…who would think that a simple pine tree could offer all these survival hacks? Wow! Check it out here: https://m.outdoorrevival.com/instant-articles/use-pine-tree-survival-food-medicine-fuel-shelter.html
GRAND OPENING: September 16th -17th, 2017
Be a part of the celebration:
Side Bay is located on Northwest Vancouver Island, north of Brooks Peninsula and pretty much right beside Lawn Point Provincial Park. It is accessible via logging road from Port Alice, approximate driving time is 4.5 hours from the Comox Valley. It’s 3 hours of pavement and then 1.5 hours of logging road. There’s lots of signs on the logging road to point you in the right direction and it’s in really good shape – much better than say the road to Bamfield in comparison.
The drive up island was good, I left Courtenay at 4:00 pm and arrived in Port Alice at 7:00 pm. Don’t plan on getting any fuel, last minute supplies or a bite to eat. The folks in Port Alice truly are on “island time.” Everything, such as what there is closes at 6:00 pm or more likely 3:00 pm. Fortunately someone was able to call the person that tends the fuel station and they were glad to help. I did manage to find a restaurant called “Pizza Place.” A small pepperoni and cheese took an hour and there was much more crust than any cheese or pepperoni. Either way, I was glad to have it and started making my way on the logging road to Side Bay, leaving Port Alice at 8:00 pm. I was a bit uncertain, as I have never driven in this area before but as mentioned there’s lots of signs pointing you in the right direction and the road is in great shape. Along the way I counted 17 signs of Black Bear scat. I also saw a large Black Bear running full out along the road in front of me, just before I arrived at Side Bay at 9:30 pm. No, you can’t outrun a Bear and seeing this animal kicking up dust was a great reminder of that.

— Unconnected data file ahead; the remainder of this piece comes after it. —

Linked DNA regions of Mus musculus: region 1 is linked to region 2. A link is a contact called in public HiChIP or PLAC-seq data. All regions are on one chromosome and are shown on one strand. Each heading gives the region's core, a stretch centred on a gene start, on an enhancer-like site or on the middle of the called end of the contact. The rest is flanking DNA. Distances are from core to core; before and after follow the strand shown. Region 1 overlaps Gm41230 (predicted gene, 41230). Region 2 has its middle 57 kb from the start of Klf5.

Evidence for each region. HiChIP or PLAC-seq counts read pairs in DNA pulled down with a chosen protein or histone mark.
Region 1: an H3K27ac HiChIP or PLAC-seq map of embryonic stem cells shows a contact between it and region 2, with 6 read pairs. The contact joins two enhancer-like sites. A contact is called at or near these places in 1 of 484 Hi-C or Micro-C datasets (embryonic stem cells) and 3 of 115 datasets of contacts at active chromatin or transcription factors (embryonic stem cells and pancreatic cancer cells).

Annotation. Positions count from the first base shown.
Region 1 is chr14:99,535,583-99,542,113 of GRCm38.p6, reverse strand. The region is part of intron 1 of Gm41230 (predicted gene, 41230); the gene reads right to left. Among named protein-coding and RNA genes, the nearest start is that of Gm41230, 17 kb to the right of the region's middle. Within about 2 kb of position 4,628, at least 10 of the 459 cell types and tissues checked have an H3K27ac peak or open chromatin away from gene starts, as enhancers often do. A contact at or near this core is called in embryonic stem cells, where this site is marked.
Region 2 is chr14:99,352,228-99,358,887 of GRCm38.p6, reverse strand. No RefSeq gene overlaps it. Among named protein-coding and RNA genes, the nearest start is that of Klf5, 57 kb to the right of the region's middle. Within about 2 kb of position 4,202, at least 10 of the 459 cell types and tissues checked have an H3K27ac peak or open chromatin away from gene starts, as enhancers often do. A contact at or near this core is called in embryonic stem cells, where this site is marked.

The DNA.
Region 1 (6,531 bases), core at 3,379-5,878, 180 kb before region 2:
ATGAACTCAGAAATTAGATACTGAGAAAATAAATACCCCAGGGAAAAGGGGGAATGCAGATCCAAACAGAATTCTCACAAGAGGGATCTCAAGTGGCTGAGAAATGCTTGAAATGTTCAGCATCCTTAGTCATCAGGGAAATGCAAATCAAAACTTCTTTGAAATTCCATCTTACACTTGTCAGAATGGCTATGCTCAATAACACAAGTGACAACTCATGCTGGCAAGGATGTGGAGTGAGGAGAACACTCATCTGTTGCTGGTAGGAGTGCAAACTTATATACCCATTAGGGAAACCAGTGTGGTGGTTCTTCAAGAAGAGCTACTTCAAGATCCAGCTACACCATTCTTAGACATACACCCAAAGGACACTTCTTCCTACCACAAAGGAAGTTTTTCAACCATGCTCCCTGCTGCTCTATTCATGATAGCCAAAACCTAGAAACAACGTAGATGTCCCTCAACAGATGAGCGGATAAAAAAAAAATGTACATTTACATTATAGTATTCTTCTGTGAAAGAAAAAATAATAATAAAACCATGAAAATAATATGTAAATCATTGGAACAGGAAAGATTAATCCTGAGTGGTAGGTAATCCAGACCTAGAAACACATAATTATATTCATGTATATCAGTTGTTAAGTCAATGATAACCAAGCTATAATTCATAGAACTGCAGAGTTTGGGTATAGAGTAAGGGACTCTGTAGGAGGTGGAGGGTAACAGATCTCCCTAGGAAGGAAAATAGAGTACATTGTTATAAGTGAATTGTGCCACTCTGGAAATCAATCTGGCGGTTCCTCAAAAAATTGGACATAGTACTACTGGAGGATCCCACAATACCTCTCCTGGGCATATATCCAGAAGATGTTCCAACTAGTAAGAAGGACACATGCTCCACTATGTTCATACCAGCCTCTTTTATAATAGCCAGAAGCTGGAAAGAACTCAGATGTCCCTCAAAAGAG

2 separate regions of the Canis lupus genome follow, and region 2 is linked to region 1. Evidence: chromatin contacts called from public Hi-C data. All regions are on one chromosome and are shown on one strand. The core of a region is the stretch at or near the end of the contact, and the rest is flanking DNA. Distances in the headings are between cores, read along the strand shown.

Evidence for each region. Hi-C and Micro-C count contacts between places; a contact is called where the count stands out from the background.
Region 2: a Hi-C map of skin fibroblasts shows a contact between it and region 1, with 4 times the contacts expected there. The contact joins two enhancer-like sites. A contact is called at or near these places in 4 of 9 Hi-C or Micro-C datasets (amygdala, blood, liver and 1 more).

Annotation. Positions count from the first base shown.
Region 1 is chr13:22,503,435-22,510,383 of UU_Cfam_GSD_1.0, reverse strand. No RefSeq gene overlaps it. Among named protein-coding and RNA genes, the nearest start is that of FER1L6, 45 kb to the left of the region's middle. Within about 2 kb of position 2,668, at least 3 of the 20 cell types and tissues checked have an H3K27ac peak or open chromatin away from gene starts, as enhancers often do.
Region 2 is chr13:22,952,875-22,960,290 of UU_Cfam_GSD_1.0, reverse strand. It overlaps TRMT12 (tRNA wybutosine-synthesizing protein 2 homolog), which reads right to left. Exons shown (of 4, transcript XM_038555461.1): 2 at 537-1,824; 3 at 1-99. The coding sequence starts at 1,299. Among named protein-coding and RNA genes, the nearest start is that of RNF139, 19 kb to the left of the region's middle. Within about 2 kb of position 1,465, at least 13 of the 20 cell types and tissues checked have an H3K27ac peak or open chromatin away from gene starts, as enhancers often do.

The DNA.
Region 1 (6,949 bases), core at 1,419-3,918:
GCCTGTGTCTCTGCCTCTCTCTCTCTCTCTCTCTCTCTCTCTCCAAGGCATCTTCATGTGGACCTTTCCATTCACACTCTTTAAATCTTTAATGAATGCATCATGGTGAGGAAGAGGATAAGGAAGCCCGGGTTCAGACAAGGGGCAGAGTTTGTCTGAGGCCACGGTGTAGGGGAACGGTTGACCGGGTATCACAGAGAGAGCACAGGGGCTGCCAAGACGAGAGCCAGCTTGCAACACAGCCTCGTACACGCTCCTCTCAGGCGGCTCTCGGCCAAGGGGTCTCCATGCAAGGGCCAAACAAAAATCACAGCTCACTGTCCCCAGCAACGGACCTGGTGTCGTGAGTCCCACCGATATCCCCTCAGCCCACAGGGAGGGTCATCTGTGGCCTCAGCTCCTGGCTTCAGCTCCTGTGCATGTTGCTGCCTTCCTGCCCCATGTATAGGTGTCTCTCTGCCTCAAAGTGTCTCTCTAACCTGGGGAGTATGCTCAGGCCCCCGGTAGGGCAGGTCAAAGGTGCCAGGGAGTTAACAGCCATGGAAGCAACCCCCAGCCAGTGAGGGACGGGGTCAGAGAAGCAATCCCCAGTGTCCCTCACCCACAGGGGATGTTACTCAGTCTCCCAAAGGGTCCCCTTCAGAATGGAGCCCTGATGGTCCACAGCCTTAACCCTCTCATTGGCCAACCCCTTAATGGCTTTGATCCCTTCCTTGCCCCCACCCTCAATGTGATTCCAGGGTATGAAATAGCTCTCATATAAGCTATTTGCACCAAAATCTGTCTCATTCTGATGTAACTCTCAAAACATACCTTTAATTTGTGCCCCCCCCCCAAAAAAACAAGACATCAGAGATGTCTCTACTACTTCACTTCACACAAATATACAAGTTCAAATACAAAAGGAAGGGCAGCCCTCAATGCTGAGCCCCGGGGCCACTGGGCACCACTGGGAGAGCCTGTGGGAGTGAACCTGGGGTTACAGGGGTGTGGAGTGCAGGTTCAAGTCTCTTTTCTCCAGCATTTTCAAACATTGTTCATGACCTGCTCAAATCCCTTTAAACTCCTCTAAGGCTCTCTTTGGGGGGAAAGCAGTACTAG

I set up my camp at Side Bay just as the moon was beginning to rise over Brooks Peninsula. A few other campers were further down the beach but it really did feel like I was alone.
It’s been very dry both in British Columbia and Vancouver Island, hence the recent fire ban on the island outside of “the fog zone.” I was able to build a small fire below the high tide line on the beach and sat beside it until about 12:30 am before settling in for the night.
Instead of getting out on the water early I decided to stay the day at Side Bay. Considering I arrived late the night before I wanted to spend the day combing the expansive beach, studying the waters, creating images and reading my book. It was nice to just relax and not really have anywhere to be. A very creative person had left some “rock art” behind which was fun to see.
I launched from Side Bay late in the morning, around 10:30 am at low tide. A note to those that paddle solo. You’ll need a cart for the long walk down the beach. The surf tends to be a lot lower at low tide than when the tide is up which is why I chose to launch when the tide was at it’s lowest.